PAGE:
by Virgil Hawkins
As can be seen from previous posts, the southern African region tends to be marginalized by the news media in the world beyond the region. But how about the news media within the region? Is it possible that we will find a treasure trove of information about the southern African region in the pages of the news media that operate from within?
The literature tells us that issues such as proximity, trade, and historical and cultural ties are some of the key determinants behind the levels of news coverage. If this is indeed the case, then southern Africa should feature quite prominently in the media there. But is it the case? This post looks at coverage in the Sowetan, one of South Africa's best-selling national newspapers, to find out.
The results of a survey of three months worth of coverage (November 2012 to January 2013) were not promising. With the exception of Zimbabwe, which was the object of 17 articles on issues ranging from politics and land to diamonds and marijuana, most southern African countries attracted precious little coverage.
In spite of a simmering rebellion, the deployment of South African troops (two of whom were hurt in crossfire during the period studied), and a visit by President Jacob Zuma, the Democratic Republic of Congo (DRC), for example, was the object of just 7 articles. This was less than the number of articles in the same paper on distant Israel (8) over the same period. By way of another comparison, the UK royal family garnered as many as 19 articles, with Prince Harry's return from 'killing' in Afghanistan and the royal pregnancy occupying prominent positions in the paper. Lance Armstrong's confessions on doping saw the publication of 9 articles.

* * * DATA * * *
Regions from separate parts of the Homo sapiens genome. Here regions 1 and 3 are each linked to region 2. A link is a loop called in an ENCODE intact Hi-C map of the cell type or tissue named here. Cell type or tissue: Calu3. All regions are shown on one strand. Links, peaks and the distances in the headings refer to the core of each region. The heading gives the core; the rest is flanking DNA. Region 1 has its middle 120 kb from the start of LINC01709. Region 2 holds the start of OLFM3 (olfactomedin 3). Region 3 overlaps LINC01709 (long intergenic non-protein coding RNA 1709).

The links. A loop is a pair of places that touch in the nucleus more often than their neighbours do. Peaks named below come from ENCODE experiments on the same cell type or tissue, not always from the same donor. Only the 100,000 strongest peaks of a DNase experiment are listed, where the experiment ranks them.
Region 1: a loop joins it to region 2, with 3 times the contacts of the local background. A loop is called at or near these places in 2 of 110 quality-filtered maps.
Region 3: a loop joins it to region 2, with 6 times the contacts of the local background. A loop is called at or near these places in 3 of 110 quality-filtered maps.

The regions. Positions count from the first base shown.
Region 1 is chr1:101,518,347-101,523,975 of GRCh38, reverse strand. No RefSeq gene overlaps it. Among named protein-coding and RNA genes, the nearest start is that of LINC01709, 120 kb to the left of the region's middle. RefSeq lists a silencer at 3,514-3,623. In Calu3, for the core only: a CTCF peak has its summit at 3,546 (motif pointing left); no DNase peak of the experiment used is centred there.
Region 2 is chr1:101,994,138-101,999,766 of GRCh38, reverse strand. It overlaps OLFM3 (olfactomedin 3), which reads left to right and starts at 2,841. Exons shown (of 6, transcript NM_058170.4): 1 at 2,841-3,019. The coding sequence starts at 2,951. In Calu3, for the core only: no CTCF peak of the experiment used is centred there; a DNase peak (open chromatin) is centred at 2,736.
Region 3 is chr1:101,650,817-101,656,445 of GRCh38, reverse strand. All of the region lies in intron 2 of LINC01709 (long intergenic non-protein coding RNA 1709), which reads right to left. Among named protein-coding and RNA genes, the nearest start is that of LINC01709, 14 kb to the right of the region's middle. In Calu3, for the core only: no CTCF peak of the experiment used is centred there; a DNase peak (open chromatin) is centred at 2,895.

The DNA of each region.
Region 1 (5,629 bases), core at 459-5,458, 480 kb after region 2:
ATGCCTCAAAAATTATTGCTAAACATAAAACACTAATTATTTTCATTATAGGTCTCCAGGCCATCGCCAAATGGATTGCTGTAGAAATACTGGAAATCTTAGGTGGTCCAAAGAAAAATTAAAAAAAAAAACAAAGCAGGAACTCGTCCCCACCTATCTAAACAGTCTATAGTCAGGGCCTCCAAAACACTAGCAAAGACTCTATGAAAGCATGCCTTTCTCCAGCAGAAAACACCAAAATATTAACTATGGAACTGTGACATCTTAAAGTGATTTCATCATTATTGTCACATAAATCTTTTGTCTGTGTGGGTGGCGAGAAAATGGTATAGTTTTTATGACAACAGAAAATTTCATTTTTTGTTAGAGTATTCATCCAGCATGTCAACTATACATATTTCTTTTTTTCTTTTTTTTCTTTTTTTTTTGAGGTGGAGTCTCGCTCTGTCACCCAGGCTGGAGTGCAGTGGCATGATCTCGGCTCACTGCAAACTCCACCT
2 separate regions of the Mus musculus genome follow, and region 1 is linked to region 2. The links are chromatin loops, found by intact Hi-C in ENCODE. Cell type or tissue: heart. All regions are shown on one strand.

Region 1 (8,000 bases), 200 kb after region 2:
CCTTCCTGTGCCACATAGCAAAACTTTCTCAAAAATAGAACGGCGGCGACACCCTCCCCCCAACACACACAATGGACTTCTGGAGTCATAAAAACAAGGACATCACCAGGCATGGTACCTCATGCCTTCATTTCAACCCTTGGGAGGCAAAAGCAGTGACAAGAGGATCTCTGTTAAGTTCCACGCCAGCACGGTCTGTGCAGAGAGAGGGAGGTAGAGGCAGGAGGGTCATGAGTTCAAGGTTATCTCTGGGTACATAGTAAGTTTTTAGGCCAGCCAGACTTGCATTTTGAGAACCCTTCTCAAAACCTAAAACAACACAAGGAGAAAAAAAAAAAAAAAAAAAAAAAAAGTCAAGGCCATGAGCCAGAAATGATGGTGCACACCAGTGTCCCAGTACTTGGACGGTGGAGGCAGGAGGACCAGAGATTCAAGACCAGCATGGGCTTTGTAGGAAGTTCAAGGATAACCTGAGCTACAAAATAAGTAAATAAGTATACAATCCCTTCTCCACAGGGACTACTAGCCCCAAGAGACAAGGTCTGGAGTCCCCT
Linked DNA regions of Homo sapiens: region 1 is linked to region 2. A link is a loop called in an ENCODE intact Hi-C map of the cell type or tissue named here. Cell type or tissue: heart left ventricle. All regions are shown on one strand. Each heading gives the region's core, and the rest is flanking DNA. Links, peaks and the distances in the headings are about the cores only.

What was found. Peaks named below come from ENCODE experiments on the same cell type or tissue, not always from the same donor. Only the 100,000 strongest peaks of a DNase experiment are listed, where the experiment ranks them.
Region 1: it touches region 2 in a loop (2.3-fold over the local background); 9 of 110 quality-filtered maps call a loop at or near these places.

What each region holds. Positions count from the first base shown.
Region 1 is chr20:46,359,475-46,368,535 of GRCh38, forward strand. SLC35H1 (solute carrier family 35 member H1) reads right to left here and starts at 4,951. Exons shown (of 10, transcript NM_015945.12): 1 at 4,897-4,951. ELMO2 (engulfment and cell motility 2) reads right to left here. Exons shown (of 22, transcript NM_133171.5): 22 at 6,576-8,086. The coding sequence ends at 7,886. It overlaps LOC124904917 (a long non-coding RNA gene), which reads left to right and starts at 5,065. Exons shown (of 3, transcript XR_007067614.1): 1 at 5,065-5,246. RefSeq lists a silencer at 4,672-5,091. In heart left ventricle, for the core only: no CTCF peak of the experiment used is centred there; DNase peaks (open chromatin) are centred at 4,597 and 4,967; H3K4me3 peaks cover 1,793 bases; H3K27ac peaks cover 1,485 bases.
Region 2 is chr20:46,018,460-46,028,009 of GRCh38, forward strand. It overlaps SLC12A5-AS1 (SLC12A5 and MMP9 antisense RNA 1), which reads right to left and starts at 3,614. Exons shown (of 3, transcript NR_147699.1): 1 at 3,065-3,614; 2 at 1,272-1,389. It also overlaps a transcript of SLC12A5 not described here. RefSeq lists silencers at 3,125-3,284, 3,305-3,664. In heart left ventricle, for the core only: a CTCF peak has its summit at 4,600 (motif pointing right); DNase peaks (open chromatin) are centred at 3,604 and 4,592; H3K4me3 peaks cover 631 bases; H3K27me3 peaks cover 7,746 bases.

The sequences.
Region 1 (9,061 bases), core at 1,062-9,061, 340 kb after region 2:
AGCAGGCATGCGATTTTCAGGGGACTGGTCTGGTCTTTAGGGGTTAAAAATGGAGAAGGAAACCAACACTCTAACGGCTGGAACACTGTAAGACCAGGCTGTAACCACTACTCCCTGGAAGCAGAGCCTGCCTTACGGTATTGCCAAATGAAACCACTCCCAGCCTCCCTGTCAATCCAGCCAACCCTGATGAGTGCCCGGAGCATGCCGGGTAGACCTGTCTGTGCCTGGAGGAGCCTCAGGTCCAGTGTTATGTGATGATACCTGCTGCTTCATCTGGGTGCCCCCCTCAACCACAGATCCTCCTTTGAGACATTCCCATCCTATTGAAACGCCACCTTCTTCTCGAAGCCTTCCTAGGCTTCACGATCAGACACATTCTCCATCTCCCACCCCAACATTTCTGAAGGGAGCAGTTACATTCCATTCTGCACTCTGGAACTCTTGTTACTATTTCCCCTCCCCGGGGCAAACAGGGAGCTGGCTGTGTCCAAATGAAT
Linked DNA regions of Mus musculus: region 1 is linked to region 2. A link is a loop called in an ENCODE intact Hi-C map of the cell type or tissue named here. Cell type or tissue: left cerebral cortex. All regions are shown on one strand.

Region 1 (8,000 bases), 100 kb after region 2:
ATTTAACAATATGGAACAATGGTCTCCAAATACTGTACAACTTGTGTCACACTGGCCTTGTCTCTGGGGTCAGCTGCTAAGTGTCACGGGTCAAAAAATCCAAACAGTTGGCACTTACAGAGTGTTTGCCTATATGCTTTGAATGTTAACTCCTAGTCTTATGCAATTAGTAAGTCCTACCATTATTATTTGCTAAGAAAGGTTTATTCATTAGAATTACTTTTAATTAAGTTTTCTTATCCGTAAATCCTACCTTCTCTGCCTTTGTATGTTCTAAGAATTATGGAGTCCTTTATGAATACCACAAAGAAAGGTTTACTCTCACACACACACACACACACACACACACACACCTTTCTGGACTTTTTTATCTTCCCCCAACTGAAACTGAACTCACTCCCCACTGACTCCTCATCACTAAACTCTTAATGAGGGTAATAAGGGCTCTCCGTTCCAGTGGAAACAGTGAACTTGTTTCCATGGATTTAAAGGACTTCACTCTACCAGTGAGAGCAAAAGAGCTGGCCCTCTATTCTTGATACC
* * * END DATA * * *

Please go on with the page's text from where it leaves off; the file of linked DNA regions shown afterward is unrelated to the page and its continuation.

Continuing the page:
Malawi was the object of one article – and this was only because Madonna was reportedly building schools there. South Africa's leading trading partner in the region, Botswana, was unable to garner a single article, and nor were Tanzania or Madagascar, where ongoing political crisis remains a major source of concern in the region. The Southern African Development Community (SADC) is certainly interested in Madagascar – it was a key agenda item at extraordinary summits held in Tanzania in December 2012 and January 2013. But while the Sowetan reported in advance that Zuma would lead a delegation to those summits, it failed to report during or after the summits were held – what was (or was not) actually achieved at those summits remained unbeknown to the readers.
This gloomy set of statistics does not mean, however, that the goings on in the region are being entirely neglected. Sports news was published in relative abundance, particularly with the 2013 Africa Cup of Nations being held at the time. Perhaps if we can get the politicians and decision-makers out of the corridors of power and onto a football pitch, we might have a better chance of sparking media interest, and in the process, raising some regional awareness, cooperation and cohesion.